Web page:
But the viewer is also shown why and for what a Spartan fights. There is a culture of honour, self-sacrifice and patriotism second to none. Love of one's own country is a natural thing, but the nationalism of Sparta is evident in an ancient world of feudal politics and swinging allegiances.

Gerard Butler does an excellent job as Leonidas, ignoring politicians and mystic counsel to undertake what is a doomed mission from the outset. His fearless, and at times jovial, demeanour makes it easy to believe the willingness with which 300 men chose to fight to the death.

And this is not poetic licence, but historical fact. When Xerxes ordered Leonidas to surrender his arms, the reply was, “Come and get them.”

When one of his colleagues, Dienekes, was told that the Persian arrows were so many as to “blot out the sun”, Dienekes laughed and replied, “So much the better, we shall fight in the shade.”

The film has also generated some interesting political interpretations.

The 1962 film 300 Spartans was infused with Cold War themes, references being made to “the only stronghold of freedom remaining” against the enslaved empire of the Persians. Nothing has changed with its successor, 300, being attacked by today's Iranian Government as “psychological warfare”.

Javad Shamaqdari, cultural advisor to Iranian President Mahmoud Ahmadinejad, claimed the film was the result of a long-running study by Hollywood and US cultural authorities into means of undermining Iranian culture in the aftermath of the 1979 Islamic Revolution.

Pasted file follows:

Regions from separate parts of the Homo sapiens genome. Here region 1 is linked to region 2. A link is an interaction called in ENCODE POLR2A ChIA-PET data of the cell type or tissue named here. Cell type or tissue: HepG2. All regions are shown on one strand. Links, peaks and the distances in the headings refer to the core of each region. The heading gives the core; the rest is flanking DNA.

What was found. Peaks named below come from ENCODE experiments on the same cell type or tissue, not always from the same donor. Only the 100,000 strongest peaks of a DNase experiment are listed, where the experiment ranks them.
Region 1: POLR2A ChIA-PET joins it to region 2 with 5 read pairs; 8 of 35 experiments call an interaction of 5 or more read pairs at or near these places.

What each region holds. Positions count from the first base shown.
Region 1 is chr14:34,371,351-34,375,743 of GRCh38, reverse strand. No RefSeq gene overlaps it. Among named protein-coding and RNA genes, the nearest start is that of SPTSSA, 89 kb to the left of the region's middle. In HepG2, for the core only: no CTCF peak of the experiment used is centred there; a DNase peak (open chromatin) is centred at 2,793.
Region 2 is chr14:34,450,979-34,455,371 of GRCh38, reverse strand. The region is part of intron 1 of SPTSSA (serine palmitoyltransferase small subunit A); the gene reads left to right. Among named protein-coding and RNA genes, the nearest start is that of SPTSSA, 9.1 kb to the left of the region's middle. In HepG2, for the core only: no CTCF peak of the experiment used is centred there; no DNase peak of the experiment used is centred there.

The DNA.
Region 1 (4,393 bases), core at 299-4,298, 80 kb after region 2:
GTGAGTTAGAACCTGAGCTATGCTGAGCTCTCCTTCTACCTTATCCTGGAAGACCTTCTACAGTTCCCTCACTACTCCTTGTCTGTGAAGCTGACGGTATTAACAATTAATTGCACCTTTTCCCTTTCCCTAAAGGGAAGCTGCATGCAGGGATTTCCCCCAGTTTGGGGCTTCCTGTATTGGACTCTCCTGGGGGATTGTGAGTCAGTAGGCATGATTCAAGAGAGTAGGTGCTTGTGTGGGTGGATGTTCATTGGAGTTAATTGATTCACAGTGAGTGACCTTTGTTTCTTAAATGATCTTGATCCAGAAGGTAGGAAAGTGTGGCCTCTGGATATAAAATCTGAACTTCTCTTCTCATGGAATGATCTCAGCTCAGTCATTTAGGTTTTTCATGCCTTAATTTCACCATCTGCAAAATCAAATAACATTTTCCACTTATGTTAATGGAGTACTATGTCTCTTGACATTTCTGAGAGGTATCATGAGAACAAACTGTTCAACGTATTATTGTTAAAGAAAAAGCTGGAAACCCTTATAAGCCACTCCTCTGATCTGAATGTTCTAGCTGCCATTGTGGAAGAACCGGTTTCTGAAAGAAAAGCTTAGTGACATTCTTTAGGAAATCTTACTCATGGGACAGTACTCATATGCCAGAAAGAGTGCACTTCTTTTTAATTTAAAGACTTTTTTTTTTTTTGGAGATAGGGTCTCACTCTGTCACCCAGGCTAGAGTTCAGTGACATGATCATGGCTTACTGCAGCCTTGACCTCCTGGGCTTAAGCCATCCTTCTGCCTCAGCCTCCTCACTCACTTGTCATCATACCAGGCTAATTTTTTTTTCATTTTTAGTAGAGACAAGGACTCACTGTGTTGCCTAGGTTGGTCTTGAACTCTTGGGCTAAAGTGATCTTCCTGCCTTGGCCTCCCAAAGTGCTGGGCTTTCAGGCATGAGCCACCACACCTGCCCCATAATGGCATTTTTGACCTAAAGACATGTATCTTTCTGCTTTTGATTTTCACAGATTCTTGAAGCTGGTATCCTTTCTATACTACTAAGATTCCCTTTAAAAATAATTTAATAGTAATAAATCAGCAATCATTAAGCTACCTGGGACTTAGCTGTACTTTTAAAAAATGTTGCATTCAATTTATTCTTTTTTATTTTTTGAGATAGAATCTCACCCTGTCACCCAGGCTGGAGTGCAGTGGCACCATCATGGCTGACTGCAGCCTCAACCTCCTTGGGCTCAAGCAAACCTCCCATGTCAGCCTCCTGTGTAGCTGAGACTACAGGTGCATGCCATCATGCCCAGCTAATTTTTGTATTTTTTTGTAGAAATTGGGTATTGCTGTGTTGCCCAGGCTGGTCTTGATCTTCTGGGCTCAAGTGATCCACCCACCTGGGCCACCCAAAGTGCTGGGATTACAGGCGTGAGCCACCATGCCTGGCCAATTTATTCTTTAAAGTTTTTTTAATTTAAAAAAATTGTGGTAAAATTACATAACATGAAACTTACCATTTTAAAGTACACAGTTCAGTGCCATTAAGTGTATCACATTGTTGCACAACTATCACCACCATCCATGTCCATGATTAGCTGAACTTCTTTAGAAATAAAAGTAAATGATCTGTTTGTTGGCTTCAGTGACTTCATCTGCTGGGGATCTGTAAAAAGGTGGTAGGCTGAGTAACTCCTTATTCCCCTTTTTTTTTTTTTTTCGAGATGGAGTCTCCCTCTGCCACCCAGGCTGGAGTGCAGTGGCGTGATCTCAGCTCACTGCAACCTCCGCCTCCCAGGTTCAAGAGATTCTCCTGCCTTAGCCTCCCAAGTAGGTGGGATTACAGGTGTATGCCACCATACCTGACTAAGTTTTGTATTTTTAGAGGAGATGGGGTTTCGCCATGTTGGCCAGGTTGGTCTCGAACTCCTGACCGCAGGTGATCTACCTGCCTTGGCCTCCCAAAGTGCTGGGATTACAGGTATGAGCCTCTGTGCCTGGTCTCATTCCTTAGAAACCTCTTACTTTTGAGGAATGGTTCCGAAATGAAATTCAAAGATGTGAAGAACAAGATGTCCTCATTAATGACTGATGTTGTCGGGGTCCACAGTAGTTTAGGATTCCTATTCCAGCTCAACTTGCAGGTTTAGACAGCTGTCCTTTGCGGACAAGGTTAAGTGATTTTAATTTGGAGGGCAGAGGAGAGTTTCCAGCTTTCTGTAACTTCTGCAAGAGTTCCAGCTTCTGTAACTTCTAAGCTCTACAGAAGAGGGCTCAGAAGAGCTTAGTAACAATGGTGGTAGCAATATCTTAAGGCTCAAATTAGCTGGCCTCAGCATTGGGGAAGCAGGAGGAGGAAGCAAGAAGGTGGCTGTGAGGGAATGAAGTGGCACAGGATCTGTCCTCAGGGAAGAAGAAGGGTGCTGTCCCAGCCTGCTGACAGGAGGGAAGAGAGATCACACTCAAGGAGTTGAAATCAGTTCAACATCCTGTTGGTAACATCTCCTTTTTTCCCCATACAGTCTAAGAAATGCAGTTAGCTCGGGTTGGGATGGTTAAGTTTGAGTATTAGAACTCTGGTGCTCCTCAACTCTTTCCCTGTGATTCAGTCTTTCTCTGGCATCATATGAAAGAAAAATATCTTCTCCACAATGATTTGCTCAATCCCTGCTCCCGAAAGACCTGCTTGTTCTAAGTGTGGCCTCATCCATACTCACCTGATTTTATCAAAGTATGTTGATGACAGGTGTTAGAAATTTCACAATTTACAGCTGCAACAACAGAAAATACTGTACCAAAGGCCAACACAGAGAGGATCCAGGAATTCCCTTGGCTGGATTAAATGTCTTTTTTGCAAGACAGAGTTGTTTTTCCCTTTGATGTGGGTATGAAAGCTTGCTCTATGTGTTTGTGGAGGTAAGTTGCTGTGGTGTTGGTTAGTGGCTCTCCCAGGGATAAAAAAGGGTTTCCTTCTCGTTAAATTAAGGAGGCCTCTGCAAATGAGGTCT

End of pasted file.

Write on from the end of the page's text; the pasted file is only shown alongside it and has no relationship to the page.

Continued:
Iranian daily newspaper Ayandeh-No subsequently ran the headline “Hollywood declares war on Iranians” and stated that the film “seeks to tell people that Iran, which is in the Axis of Evil now, has for long been the source of evil, and modern Iranians' ancestors are the ugly murderous dumb savages you see in 300”.

It's understandable to make the historical link between ancient Persia and its modern successor, Iran. What is a little more tenuous, however, is the conclusion that the Spartans of 300 represent the United States.

Three hundred lonely Spartans and a handful of assorted friends would hardly remind viewers of a military superpower, but it must be conceded that the film's dialogue does contain some subtle themes.

At one point in the film, Leonidas's wife, Queen Gorgo (Lena Headey), is seeking support for her husband and is berated by a politician, who claims that Leonidas is a warmonger who picked a fight with the Persians. Another politician replies that the claim is nonsense, the Persians having desired to conquer Greece for many years and are unlikely to stop trying anytime soon.

Aside from the regrettable inclusions mentioned earlier, the film may nevertheless do some good. Considering the record-breaking box office takings, a vast number of young people will learn about a pivotal event in the development of Western civilisation.

They might even gain some inspiration, a sense that doing what is easy is frequently different from doing what is right. Xerxes offered Leonidas the kingship of all Greece if he would only submit, but Leonidas chose to give his life that his people might live free.

- film reviewed by Damian Wyld.